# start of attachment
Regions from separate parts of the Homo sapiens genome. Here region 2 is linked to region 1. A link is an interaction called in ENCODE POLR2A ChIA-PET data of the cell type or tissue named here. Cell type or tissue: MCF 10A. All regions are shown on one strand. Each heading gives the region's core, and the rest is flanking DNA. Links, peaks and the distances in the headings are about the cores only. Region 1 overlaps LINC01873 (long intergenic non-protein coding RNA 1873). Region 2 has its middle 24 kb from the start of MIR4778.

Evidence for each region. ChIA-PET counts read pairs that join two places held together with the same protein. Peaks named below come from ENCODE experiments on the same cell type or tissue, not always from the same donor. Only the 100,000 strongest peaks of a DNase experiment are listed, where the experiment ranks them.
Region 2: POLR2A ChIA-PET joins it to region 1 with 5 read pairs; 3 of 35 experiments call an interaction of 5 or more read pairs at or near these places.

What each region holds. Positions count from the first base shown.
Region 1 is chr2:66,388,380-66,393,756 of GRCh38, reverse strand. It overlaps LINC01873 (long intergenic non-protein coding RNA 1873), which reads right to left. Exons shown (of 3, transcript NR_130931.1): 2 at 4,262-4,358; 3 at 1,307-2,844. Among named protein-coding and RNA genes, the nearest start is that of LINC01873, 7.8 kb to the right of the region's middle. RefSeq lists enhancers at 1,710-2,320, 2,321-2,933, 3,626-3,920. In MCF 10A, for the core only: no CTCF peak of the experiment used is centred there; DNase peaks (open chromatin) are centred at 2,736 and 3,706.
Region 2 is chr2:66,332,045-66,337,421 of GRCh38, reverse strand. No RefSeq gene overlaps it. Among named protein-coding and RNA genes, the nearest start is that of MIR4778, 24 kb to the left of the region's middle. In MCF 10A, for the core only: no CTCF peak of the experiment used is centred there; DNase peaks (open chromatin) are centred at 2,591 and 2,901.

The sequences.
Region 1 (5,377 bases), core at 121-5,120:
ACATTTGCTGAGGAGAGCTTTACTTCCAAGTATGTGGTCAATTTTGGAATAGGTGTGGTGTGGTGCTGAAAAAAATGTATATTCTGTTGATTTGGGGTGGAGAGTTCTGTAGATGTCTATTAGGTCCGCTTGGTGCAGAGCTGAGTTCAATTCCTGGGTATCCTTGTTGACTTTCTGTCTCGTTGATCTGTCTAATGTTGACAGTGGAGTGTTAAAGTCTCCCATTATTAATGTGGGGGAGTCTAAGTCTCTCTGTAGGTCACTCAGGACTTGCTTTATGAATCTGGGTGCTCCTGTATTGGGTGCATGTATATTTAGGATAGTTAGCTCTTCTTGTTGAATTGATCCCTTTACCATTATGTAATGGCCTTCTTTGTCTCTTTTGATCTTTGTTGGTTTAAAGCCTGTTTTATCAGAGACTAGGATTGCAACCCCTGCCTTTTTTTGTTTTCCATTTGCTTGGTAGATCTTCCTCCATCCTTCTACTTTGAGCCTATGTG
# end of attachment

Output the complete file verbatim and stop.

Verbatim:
Regions from separate parts of the Homo sapiens genome. Here region 2 is linked to region 1. A link is an interaction called in ENCODE POLR2A ChIA-PET data of the cell type or tissue named here. Cell type or tissue: MCF 10A. All regions are shown on one strand. Each heading gives the region's core, and the rest is flanking DNA. Links, peaks and the distances in the headings are about the cores only. Region 1 overlaps LINC01873 (long intergenic non-protein coding RNA 1873). Region 2 has its middle 24 kb from the start of MIR4778.

Evidence for each region. ChIA-PET counts read pairs that join two places held together with the same protein. Peaks named below come from ENCODE experiments on the same cell type or tissue, not always from the same donor. Only the 100,000 strongest peaks of a DNase experiment are listed, where the experiment ranks them.
Region 2: POLR2A ChIA-PET joins it to region 1 with 5 read pairs; 3 of 35 experiments call an interaction of 5 or more read pairs at or near these places.

What each region holds. Positions count from the first base shown.
Region 1 is chr2:66,388,380-66,393,756 of GRCh38, reverse strand. It overlaps LINC01873 (long intergenic non-protein coding RNA 1873), which reads right to left. Exons shown (of 3, transcript NR_130931.1): 2 at 4,262-4,358; 3 at 1,307-2,844. Among named protein-coding and RNA genes, the nearest start is that of LINC01873, 7.8 kb to the right of the region's middle. RefSeq lists enhancers at 1,710-2,320, 2,321-2,933, 3,626-3,920. In MCF 10A, for the core only: no CTCF peak of the experiment used is centred there; DNase peaks (open chromatin) are centred at 2,736 and 3,706.
Region 2 is chr2:66,332,045-66,337,421 of GRCh38, reverse strand. No RefSeq gene overlaps it. Among named protein-coding and RNA genes, the nearest start is that of MIR4778, 24 kb to the left of the region's middle. In MCF 10A, for the core only: no CTCF peak of the experiment used is centred there; DNase peaks (open chromatin) are centred at 2,591 and 2,901.

The sequences.
Region 1 (5,377 bases), core at 121-5,120:
ACATTTGCTGAGGAGAGCTTTACTTCCAAGTATGTGGTCAATTTTGGAATAGGTGTGGTGTGGTGCTGAAAAAAATGTATATTCTGTTGATTTGGGGTGGAGAGTTCTGTAGATGTCTATTAGGTCCGCTTGGTGCAGAGCTGAGTTCAATTCCTGGGTATCCTTGTTGACTTTCTGTCTCGTTGATCTGTCTAATGTTGACAGTGGAGTGTTAAAGTCTCCCATTATTAATGTGGGGGAGTCTAAGTCTCTCTGTAGGTCACTCAGGACTTGCTTTATGAATCTGGGTGCTCCTGTATTGGGTGCATGTATATTTAGGATAGTTAGCTCTTCTTGTTGAATTGATCCCTTTACCATTATGTAATGGCCTTCTTTGTCTCTTTTGATCTTTGTTGGTTTAAAGCCTGTTTTATCAGAGACTAGGATTGCAACCCCTGCCTTTTTTTGTTTTCCATTTGCTTGGTAGATCTTCCTCCATCCTTCTACTTTGAGCCTATGTG